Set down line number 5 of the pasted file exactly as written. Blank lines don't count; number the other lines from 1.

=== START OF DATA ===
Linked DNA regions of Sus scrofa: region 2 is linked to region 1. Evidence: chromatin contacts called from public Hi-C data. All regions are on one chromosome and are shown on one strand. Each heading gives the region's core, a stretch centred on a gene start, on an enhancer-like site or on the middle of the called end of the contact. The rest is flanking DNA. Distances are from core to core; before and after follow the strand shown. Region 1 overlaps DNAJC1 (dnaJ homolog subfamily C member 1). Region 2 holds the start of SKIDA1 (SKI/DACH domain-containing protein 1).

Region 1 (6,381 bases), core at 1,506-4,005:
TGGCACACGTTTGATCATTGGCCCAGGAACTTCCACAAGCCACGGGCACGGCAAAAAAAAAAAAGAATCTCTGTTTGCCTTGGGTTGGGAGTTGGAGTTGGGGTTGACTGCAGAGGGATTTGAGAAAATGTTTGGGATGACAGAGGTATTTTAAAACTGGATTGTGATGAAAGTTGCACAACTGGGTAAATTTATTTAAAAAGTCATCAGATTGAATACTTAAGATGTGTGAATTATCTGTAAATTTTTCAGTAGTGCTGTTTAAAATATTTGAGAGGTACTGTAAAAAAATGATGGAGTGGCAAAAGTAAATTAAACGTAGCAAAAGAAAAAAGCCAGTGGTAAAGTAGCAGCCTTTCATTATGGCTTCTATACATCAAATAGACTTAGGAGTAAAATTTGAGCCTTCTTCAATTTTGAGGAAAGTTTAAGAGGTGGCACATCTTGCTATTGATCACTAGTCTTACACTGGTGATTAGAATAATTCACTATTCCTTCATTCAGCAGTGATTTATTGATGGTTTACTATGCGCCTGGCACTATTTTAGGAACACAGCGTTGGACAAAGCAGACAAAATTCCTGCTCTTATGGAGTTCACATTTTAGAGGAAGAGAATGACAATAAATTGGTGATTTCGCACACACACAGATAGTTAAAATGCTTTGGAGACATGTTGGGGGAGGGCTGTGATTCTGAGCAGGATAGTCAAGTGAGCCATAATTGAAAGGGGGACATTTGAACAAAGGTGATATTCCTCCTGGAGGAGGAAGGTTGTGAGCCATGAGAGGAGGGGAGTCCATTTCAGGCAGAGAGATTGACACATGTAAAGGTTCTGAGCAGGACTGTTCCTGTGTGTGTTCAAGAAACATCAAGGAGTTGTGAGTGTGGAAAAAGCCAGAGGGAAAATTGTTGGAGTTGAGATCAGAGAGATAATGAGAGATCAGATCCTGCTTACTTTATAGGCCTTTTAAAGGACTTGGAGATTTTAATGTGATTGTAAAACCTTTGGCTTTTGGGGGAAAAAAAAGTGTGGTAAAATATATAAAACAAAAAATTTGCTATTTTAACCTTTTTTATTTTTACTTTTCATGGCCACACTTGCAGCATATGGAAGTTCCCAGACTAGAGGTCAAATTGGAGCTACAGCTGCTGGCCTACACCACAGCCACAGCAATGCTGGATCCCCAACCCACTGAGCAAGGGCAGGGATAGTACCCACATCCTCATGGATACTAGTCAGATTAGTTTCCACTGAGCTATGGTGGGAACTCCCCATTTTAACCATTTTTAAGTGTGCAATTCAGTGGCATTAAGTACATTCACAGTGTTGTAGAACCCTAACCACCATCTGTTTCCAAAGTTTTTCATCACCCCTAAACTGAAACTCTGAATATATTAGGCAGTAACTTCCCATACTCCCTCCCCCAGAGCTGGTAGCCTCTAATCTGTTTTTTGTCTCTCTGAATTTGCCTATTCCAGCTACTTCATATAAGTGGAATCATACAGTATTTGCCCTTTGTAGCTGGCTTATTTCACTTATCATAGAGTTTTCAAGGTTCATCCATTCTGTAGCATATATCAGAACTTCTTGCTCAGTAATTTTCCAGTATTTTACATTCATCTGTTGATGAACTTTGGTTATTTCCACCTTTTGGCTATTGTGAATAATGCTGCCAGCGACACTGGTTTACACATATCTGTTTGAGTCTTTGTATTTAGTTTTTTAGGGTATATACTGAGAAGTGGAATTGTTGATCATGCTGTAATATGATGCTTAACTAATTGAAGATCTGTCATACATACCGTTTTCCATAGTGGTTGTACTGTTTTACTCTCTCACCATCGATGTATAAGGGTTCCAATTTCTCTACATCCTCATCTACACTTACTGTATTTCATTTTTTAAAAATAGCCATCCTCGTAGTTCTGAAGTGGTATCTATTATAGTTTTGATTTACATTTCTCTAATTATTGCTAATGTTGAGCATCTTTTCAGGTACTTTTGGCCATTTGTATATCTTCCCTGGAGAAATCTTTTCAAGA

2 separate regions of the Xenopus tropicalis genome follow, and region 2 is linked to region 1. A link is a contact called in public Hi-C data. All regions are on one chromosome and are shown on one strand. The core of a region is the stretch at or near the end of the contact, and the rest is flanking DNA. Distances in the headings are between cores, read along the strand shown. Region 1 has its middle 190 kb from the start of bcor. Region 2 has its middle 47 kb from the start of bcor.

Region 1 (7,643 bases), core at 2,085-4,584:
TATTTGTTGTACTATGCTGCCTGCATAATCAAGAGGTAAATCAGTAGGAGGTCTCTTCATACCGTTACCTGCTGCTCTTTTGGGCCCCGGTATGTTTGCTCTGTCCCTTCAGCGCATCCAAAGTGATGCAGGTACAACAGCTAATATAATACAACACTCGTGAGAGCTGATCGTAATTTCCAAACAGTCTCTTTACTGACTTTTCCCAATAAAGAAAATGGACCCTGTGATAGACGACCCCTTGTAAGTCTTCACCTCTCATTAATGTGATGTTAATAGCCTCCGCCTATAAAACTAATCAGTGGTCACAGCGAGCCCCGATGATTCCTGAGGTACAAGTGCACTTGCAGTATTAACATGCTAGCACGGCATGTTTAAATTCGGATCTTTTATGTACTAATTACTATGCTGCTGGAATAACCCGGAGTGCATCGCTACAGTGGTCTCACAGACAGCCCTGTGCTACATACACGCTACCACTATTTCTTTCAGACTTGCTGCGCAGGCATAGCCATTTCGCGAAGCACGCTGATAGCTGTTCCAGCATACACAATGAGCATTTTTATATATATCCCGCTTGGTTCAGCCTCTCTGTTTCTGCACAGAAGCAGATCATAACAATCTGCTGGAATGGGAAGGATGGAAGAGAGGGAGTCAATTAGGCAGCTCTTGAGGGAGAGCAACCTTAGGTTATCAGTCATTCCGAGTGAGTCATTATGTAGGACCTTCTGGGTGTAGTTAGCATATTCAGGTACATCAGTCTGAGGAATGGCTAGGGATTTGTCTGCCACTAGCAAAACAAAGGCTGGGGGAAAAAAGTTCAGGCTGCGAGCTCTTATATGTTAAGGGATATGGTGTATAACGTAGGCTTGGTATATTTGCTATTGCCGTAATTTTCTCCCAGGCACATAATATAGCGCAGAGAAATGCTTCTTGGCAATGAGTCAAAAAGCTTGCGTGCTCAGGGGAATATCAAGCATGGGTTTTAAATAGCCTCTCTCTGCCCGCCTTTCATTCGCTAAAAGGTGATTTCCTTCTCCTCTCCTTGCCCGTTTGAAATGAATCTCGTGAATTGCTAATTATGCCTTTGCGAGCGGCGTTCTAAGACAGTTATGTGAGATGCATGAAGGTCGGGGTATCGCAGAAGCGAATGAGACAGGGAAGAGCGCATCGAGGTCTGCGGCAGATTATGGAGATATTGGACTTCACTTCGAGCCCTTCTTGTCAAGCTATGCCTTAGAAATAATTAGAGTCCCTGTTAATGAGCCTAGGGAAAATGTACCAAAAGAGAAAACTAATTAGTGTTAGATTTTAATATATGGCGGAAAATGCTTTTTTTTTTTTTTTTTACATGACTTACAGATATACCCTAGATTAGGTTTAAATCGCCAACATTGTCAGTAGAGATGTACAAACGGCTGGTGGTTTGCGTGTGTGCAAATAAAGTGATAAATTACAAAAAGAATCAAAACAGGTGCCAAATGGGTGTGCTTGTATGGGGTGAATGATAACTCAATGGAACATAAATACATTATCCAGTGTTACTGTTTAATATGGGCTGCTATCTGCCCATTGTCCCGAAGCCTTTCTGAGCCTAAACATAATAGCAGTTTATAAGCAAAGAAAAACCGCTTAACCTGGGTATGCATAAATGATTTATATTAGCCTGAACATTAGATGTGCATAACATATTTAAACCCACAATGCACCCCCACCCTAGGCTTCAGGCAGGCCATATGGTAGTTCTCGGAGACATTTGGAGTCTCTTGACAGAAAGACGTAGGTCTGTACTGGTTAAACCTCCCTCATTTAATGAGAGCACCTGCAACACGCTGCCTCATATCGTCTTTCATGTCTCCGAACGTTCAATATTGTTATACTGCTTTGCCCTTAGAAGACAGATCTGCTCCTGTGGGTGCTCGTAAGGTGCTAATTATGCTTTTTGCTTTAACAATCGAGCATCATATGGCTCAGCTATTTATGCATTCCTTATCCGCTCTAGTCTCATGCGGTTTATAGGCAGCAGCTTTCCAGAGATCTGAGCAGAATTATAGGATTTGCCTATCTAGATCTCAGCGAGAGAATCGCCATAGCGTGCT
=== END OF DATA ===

Region 1 (7,643 bases), core at 2,085-4,584: